If you can believe it, this is my first "discussion" post. I've always wanted to do a discussion post but I never knew where to start and I could never think of a topic that other bloggers didn't already address brilliantly. That being said, nothing is new and I'm sure that this topic has been discussed by someone, somewhere but recently I read the latest book by my favorite author and the entire time all I could think was:
ARE AUTHORS RUSHING TO PUBLISH TOO QUICKLY?
Let me break it down for you. First of all, I love self-publishing. I think there are some amazing authors out there that wouldn't otherwise be able to get their books out without self-publishing. Some of my favorite books in the past five years have been self-published. I discovered Colleen Hoover, Chelsea Cameron, Emily Snow, Jessica Park, Tarryn Fisher, Autumn Doughton, Jillian Dodd, Rosalind James, Tammara Webber, Tracey Garvis Graves, and Mary Whitney, all through their self-published works before any of them were signed to representation/traditional publishing houses. However, I have definitely noticed a change in books that were self-published three, four and five years ago versus many of the books coming out now (some even traditionally published).
That is, I feel like authors are rushing to publish too quickly. It's like this need for instant gratification (and we know this is tied to social media, the internet, etc.) means that an author has to constantly be publishing. Whatever happened to having to wait a year or more for the next installment in your favorite series or a new book by one of your favorite authors? Whatever happened to sometimes waiting multiple years and that being okay because the book that came at the end of that wait was amazing? For example, I waited 11 years for Donna Tartt to publish another book after The Little Friend. And guess what? The Goldfinch was incomparable when it came out -- there is no way a book like that could be written in a year, or even two years, or maybe even in ten years. It was well worth the wait -- it was worth whatever research, planning, plotting, revising and editing it had to undergo to be ready to publish.
Another example is my beloved Raven Boys -- The Raven King, the last book in the series (and the book I am most dying for and anticipating this year) was supposed to come out on September 29, 2015 (I mostly remember because that's my birthday). Obviously, it didn't. Sometime before that date, Maggie announced that book was being delayed and now we have a scheduled date of April 26, 2016, which very well might change. I'm okay with this despite how much I want this book. And you know why? Not only do I trust the author and respect her for saying, this book isn't ready, but editing/revising/time can only help.
I know that not every author has the luxury of time and resources to make every book perfect before it's published but I also don't think authors should feel rushed and pressured to release a new book every few months. There needs to be a renewed focus on editing, on planning a series out (not just writing the first book and then seeing what happens or crowd-sourcing an ending), on developing a story and not just writing something as fast as you can in order to publish it/sell more copies. I know this is all a bit art for art's sake but I'm writing this to traditional publishers as well as those who self publish. Find someone to be objective about your work -- to truly edit it, not just fix a few typos (which also seem to exist in larger numbers than ever before!). Nereyda recently wrote an honest and inspiring review of November 9 by Colleen Hoover and she wrote this sentiment with which I could not agree more:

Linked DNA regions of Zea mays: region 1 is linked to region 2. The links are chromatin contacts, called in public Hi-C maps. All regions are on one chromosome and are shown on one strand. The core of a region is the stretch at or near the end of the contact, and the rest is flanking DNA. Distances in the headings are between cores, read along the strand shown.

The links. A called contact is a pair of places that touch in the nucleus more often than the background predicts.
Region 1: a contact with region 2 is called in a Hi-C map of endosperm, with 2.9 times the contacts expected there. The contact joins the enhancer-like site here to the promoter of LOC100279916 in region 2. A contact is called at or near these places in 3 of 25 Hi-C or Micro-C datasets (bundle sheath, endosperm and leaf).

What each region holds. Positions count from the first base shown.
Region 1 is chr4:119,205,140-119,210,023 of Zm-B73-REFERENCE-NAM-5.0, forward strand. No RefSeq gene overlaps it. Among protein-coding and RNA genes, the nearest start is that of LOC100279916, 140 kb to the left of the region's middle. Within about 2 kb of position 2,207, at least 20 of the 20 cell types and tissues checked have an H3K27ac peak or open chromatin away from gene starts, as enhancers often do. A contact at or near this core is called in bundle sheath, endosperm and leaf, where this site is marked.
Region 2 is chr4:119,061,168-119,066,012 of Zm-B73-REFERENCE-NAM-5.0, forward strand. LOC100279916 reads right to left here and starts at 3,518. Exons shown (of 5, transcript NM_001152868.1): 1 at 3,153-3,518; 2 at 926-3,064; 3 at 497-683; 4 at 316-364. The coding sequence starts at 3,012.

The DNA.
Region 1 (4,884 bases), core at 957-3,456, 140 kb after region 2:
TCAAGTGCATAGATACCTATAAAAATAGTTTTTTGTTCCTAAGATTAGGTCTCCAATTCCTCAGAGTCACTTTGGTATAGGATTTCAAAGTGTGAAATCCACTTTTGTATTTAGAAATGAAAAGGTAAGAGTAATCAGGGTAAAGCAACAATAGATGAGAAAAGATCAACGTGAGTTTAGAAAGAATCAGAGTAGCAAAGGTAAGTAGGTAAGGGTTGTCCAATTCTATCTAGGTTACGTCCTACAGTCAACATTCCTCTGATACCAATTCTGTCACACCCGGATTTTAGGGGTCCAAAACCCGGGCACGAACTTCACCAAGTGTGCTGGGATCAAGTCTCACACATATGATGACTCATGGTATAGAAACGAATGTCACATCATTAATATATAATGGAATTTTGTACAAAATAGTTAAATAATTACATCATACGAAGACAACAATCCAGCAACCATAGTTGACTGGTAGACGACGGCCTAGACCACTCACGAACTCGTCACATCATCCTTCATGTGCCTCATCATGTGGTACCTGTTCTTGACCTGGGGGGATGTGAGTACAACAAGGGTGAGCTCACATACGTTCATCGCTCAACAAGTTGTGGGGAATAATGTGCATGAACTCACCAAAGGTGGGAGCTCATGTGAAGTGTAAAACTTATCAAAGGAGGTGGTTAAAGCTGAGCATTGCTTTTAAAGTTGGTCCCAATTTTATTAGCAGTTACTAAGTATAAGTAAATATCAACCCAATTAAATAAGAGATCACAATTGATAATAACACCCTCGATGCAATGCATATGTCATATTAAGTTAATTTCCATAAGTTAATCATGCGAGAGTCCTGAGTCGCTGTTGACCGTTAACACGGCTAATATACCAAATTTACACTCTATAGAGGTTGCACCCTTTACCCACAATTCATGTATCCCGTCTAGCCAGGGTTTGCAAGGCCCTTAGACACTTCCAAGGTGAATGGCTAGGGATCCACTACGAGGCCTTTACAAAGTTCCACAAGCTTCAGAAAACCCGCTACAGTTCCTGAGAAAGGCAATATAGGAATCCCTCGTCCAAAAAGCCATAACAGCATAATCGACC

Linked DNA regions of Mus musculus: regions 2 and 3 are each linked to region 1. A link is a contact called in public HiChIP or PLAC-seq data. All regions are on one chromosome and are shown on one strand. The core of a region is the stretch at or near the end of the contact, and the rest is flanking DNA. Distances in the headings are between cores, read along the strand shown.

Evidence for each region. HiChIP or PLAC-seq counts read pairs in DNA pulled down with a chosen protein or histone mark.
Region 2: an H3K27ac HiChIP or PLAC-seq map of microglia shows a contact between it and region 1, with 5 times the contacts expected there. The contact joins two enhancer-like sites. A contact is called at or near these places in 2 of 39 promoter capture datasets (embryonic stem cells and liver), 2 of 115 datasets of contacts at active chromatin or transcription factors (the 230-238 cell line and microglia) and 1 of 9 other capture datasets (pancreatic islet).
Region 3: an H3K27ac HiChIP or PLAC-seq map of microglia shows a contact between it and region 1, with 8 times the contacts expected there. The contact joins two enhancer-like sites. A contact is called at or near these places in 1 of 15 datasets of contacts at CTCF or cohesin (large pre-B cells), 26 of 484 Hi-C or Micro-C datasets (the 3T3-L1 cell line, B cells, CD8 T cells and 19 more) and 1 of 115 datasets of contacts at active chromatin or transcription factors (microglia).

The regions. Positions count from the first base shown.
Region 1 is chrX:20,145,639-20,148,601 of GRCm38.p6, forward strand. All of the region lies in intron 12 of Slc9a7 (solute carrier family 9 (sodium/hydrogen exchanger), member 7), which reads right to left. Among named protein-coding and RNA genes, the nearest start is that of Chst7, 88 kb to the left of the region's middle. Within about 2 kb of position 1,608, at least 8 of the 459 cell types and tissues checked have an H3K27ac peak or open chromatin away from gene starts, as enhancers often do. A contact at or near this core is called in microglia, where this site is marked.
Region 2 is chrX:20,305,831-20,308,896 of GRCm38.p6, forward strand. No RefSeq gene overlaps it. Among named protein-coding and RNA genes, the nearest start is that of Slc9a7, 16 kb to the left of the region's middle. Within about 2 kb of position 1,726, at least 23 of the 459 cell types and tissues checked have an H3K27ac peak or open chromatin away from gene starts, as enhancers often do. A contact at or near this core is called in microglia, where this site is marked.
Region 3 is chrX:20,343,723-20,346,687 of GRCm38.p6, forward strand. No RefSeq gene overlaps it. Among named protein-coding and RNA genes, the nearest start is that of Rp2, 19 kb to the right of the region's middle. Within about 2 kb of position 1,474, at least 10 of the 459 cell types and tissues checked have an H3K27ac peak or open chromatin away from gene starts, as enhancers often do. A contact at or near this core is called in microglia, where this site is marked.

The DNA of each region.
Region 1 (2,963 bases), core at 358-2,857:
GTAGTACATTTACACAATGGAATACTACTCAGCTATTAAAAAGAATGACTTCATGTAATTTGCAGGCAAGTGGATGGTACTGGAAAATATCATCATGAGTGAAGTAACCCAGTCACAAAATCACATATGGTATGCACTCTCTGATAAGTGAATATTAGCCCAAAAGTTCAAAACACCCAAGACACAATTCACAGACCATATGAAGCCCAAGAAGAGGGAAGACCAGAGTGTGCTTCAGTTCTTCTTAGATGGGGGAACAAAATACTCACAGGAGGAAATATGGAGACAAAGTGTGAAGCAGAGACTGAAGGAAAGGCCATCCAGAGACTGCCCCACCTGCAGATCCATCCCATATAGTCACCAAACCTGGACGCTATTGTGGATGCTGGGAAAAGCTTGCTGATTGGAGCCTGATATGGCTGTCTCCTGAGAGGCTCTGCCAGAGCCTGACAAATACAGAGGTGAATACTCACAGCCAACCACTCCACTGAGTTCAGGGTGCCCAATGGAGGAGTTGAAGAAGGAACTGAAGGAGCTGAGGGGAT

I also really wish authors would find beta readers that aren’t friends that can be truly objective…
If you don't know by now, this post is largely inspired by F*ck Love by Tarryn Fisher. Tarryn is one of my favorite authors, if not my favorite author. But this book made me question everything and ask whether authors are rushing to publish too quickly and the status of beta readers that are the author's best friends. Don't get me wrong, the book wasn't bad but it wasn't up to par, in my opinion. It could have been SO much better with more time, more editing, and someone being constructive. When we are forced to sit on our hands (or on a book), new things occur to us, we may re-phrase something that is pivotal or change an entire scene -- room and space and time from writing is a good thing and, in my opinion, ultimately produce better results.
Lastly, my kingdom for well-developed companion series if you're going to write them. Not every single person in a book needs their own book -- have a reason for the companion series to exist! There, I said it. I find that the ever growing number of companion series out there today is one of the reasons for this constant influx of books being published way too quickly -- so and so needs their own book and it has to come out in less than six months in order to remind people of the success of the first book. There are certain authors that have become exponentially popular based on this theory alone and I think their work suffers for it.
So, have you noticed a change in the quality of books lately? Are things being published too quickly? Would you be okay waiting for a book for longer than a few months, even if it was one that you really, really wanted to read?
LET'S DISCUSS! WHAT DO YOU THINK?